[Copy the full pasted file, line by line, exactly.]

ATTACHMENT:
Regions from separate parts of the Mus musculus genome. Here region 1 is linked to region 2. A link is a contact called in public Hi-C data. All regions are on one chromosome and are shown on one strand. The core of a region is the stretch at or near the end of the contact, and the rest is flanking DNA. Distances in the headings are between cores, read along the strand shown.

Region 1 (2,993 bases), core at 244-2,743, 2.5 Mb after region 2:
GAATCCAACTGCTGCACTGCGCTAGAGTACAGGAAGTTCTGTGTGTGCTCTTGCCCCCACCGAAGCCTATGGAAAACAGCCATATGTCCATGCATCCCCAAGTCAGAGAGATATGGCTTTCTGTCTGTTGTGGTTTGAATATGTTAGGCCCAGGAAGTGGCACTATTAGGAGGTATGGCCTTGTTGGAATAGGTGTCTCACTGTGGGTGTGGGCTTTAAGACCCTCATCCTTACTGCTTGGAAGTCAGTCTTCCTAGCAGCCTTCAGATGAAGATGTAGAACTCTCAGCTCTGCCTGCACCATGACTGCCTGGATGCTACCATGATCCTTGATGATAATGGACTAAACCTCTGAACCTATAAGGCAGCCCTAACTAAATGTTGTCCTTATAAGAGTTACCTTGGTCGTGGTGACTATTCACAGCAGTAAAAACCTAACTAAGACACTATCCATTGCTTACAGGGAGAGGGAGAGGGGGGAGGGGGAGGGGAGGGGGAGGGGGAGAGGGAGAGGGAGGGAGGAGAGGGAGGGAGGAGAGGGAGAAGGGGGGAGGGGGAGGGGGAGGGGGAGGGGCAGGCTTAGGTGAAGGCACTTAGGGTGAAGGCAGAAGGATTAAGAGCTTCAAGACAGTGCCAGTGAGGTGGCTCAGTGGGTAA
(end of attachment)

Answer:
Regions from separate parts of the Mus musculus genome. Here region 1 is linked to region 2. A link is a contact called in public Hi-C data. All regions are on one chromosome and are shown on one strand. The core of a region is the stretch at or near the end of the contact, and the rest is flanking DNA. Distances in the headings are between cores, read along the strand shown.

Region 1 (2,993 bases), core at 244-2,743, 2.5 Mb after region 2:
GAATCCAACTGCTGCACTGCGCTAGAGTACAGGAAGTTCTGTGTGTGCTCTTGCCCCCACCGAAGCCTATGGAAAACAGCCATATGTCCATGCATCCCCAAGTCAGAGAGATATGGCTTTCTGTCTGTTGTGGTTTGAATATGTTAGGCCCAGGAAGTGGCACTATTAGGAGGTATGGCCTTGTTGGAATAGGTGTCTCACTGTGGGTGTGGGCTTTAAGACCCTCATCCTTACTGCTTGGAAGTCAGTCTTCCTAGCAGCCTTCAGATGAAGATGTAGAACTCTCAGCTCTGCCTGCACCATGACTGCCTGGATGCTACCATGATCCTTGATGATAATGGACTAAACCTCTGAACCTATAAGGCAGCCCTAACTAAATGTTGTCCTTATAAGAGTTACCTTGGTCGTGGTGACTATTCACAGCAGTAAAAACCTAACTAAGACACTATCCATTGCTTACAGGGAGAGGGAGAGGGGGGAGGGGGAGGGGAGGGGGAGGGGGAGAGGGAGAGGGAGGGAGGAGAGGGAGGGAGGAGAGGGAGAAGGGGGGAGGGGGAGGGGGAGGGGGAGGGGCAGGCTTAGGTGAAGGCACTTAGGGTGAAGGCAGAAGGATTAAGAGCTTCAAGACAGTGCCAGTGAGGTGGCTCAGTGGGTAA